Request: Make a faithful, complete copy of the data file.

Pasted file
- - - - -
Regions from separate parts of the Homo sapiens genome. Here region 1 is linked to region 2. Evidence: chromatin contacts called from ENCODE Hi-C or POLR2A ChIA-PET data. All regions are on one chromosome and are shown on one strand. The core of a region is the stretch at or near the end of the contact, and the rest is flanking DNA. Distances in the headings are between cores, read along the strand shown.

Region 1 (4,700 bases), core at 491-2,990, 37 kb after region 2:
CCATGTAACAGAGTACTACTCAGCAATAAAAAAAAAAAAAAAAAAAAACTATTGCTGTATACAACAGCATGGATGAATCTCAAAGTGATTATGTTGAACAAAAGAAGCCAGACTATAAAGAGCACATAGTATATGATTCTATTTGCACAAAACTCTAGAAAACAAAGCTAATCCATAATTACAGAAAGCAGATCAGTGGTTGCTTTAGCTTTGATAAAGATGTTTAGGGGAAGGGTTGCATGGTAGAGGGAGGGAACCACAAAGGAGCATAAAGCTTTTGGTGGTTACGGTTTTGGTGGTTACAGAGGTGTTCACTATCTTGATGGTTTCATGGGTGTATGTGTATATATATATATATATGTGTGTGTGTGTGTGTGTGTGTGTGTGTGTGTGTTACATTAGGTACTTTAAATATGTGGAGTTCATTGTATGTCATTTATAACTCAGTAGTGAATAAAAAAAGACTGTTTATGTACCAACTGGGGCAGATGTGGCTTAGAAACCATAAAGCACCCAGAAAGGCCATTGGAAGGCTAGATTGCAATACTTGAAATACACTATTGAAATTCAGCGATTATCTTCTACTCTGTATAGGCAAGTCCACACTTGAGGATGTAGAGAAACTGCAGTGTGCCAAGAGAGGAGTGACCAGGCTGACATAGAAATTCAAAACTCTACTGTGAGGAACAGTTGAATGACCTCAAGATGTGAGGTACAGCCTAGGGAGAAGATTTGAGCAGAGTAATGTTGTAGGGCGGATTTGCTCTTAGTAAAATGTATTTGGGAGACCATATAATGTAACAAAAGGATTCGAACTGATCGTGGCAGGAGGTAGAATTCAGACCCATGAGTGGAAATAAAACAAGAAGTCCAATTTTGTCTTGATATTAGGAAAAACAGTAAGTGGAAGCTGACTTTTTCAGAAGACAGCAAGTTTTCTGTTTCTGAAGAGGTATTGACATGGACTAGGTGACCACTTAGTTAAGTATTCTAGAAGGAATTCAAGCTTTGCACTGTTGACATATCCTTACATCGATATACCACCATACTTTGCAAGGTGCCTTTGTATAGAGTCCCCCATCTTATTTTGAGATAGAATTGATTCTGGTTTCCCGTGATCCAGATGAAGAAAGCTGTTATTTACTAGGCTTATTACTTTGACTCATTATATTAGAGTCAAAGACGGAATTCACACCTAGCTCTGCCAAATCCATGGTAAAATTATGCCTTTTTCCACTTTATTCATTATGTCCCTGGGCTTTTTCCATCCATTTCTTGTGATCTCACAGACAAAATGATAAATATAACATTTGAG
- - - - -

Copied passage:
Regions from separate parts of the Homo sapiens genome. Here region 1 is linked to region 2. Evidence: chromatin contacts called from ENCODE Hi-C or POLR2A ChIA-PET data. All regions are on one chromosome and are shown on one strand. The core of a region is the stretch at or near the end of the contact, and the rest is flanking DNA. Distances in the headings are between cores, read along the strand shown.

Region 1 (4,700 bases), core at 491-2,990, 37 kb after region 2:
CCATGTAACAGAGTACTACTCAGCAATAAAAAAAAAAAAAAAAAAAAACTATTGCTGTATACAACAGCATGGATGAATCTCAAAGTGATTATGTTGAACAAAAGAAGCCAGACTATAAAGAGCACATAGTATATGATTCTATTTGCACAAAACTCTAGAAAACAAAGCTAATCCATAATTACAGAAAGCAGATCAGTGGTTGCTTTAGCTTTGATAAAGATGTTTAGGGGAAGGGTTGCATGGTAGAGGGAGGGAACCACAAAGGAGCATAAAGCTTTTGGTGGTTACGGTTTTGGTGGTTACAGAGGTGTTCACTATCTTGATGGTTTCATGGGTGTATGTGTATATATATATATATATGTGTGTGTGTGTGTGTGTGTGTGTGTGTGTGTGTTACATTAGGTACTTTAAATATGTGGAGTTCATTGTATGTCATTTATAACTCAGTAGTGAATAAAAAAAGACTGTTTATGTACCAACTGGGGCAGATGTGGCTTAGAAACCATAAAGCACCCAGAAAGGCCATTGGAAGGCTAGATTGCAATACTTGAAATACACTATTGAAATTCAGCGATTATCTTCTACTCTGTATAGGCAAGTCCACACTTGAGGATGTAGAGAAACTGCAGTGTGCCAAGAGAGGAGTGACCAGGCTGACATAGAAATTCAAAACTCTACTGTGAGGAACAGTTGAATGACCTCAAGATGTGAGGTACAGCCTAGGGAGAAGATTTGAGCAGAGTAATGTTGTAGGGCGGATTTGCTCTTAGTAAAATGTATTTGGGAGACCATATAATGTAACAAAAGGATTCGAACTGATCGTGGCAGGAGGTAGAATTCAGACCCATGAGTGGAAATAAAACAAGAAGTCCAATTTTGTCTTGATATTAGGAAAAACAGTAAGTGGAAGCTGACTTTTTCAGAAGACAGCAAGTTTTCTGTTTCTGAAGAGGTATTGACATGGACTAGGTGACCACTTAGTTAAGTATTCTAGAAGGAATTCAAGCTTTGCACTGTTGACATATCCTTACATCGATATACCACCATACTTTGCAAGGTGCCTTTGTATAGAGTCCCCCATCTTATTTTGAGATAGAATTGATTCTGGTTTCCCGTGATCCAGATGAAGAAAGCTGTTATTTACTAGGCTTATTACTTTGACTCATTATATTAGAGTCAAAGACGGAATTCACACCTAGCTCTGCCAAATCCATGGTAAAATTATGCCTTTTTCCACTTTATTCATTATGTCCCTGGGCTTTTTCCATCCATTTCTTGTGATCTCACAGACAAAATGATAAATATAACATTTGAG